Inc., February 2021
My daughter is 6, and because we’re stuck at home a lot these days, we’ve been passing the time introducing her to classic ’80s movies like The Goonies, Back to the Future, and E.T. I was close to her age when these movies came out, so my recollection of some of them is hazy. As I’ve re-watched them, I’ve been struck by something–the ’80s were a lot weirder than today.
It’s definitely true that it would be hard to make a movie about violent-but-goofy crooks chasing around a bunch of unsupervised kids and their deformed but kind-hearted brother today. That sort of delightful weirdness has been largely replaced by a parade of slick-but-safe superhero movies. But it’s not just the movies themselves; it’s the world they depict.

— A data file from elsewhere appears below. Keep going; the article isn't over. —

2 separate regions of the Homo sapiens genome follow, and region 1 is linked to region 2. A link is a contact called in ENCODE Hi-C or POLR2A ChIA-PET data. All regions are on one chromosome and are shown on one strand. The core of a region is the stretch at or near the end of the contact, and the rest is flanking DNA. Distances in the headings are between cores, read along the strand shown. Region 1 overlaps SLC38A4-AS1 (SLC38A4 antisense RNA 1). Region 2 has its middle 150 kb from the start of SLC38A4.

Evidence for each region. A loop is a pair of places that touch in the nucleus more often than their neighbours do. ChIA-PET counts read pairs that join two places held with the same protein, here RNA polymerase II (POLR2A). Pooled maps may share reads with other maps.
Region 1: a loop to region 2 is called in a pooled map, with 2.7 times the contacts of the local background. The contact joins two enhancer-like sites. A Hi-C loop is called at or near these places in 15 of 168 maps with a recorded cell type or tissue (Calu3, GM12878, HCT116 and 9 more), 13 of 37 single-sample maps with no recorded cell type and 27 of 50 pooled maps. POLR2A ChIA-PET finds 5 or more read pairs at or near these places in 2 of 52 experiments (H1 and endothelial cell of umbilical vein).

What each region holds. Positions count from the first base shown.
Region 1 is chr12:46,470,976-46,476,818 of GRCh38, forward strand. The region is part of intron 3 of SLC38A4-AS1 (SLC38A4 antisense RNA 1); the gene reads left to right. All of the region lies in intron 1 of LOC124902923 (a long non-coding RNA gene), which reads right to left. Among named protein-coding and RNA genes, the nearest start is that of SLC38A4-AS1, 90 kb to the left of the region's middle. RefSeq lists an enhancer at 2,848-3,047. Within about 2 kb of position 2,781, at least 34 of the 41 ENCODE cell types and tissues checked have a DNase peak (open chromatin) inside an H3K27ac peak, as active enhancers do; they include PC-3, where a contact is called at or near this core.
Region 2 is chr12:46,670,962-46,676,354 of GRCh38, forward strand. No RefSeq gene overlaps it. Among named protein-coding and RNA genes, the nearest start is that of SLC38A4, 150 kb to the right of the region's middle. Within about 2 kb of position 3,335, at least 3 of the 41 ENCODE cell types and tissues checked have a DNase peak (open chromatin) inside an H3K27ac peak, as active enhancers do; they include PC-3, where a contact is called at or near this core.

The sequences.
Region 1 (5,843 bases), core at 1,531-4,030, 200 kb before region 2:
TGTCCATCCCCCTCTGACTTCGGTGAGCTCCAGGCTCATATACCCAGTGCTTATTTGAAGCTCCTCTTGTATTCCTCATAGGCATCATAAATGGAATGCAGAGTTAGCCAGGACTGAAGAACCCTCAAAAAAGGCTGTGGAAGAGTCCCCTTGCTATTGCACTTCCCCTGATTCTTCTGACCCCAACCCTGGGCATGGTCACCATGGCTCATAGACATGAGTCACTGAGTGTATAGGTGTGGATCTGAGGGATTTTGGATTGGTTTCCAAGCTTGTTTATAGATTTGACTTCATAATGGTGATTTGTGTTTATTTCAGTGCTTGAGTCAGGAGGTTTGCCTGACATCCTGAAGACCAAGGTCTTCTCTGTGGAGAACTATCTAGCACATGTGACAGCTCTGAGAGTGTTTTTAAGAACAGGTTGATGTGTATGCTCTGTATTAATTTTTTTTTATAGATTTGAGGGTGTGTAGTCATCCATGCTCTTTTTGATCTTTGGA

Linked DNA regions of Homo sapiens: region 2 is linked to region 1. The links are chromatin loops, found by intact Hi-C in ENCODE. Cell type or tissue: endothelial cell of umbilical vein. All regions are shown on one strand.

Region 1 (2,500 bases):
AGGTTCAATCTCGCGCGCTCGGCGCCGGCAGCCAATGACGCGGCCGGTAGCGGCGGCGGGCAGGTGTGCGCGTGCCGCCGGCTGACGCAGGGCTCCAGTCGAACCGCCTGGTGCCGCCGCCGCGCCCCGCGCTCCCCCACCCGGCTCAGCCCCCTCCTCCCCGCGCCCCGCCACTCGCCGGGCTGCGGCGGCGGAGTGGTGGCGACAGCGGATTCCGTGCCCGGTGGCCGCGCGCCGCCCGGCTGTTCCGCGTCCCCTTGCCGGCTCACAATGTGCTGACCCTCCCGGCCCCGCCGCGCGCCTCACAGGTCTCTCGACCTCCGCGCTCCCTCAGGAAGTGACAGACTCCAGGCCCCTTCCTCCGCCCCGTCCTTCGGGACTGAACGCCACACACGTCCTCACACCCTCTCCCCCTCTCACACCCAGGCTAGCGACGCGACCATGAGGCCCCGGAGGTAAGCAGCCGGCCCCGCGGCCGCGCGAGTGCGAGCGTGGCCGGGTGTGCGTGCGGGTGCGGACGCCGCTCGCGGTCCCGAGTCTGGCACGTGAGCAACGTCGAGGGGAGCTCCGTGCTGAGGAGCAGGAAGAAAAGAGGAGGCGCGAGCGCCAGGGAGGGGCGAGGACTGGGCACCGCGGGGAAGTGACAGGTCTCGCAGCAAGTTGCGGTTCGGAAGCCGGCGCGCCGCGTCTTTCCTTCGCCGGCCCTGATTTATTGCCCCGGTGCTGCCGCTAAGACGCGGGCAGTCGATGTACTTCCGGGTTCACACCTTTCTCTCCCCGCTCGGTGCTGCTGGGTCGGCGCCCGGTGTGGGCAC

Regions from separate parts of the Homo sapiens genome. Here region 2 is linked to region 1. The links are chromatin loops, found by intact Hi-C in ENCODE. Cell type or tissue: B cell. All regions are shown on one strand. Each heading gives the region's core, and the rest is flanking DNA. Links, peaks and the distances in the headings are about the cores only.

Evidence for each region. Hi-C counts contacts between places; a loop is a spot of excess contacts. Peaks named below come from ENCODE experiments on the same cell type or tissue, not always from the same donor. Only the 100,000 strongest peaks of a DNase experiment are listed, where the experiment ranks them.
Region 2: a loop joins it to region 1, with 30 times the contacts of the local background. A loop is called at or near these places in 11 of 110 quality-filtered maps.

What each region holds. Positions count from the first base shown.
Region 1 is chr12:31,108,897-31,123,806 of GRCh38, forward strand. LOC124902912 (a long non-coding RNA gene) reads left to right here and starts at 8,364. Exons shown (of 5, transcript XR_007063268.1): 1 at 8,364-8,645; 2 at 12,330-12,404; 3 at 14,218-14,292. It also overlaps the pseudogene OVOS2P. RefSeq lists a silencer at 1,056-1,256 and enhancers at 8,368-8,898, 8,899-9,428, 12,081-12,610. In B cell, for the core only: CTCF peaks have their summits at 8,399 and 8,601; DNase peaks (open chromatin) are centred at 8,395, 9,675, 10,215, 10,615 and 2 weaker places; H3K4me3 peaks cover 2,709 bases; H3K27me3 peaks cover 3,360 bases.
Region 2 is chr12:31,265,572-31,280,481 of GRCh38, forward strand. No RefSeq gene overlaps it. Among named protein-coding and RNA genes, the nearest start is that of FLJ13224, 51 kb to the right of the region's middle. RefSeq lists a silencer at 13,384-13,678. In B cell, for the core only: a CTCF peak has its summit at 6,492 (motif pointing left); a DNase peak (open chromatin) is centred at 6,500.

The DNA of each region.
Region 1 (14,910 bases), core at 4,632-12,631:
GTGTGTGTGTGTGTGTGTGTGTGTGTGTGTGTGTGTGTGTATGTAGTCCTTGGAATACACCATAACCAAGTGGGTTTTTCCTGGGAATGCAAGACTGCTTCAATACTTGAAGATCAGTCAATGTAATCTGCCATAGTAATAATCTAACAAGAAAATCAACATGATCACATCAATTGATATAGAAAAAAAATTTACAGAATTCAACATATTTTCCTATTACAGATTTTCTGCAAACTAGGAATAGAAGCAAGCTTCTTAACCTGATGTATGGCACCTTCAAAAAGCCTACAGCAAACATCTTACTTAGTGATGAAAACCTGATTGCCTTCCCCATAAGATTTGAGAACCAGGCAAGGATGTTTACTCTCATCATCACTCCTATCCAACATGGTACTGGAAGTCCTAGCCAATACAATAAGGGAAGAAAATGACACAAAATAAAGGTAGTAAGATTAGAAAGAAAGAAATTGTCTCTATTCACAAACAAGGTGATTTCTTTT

The past looks inconvenient–Marty McFly skate boards around instead of calling an Uber–but also more colorful. In the decades before omnipresent corporate standardization and big tech dominance, according to ’80s movies at least, the space they now occupy was largely filled with humans putting themselves out there in all their diverse, strange, colorful glory.
Is that true? Has our day-to-day world become more bland (even if global news is a roller coaster ride)? Or am I just turning into a grumpy old person pining for the good old days while chasing kids off my lawn? It turns out that on the visual level at least there is a way to definitively answer that question, and a British museum recently ran the experiment.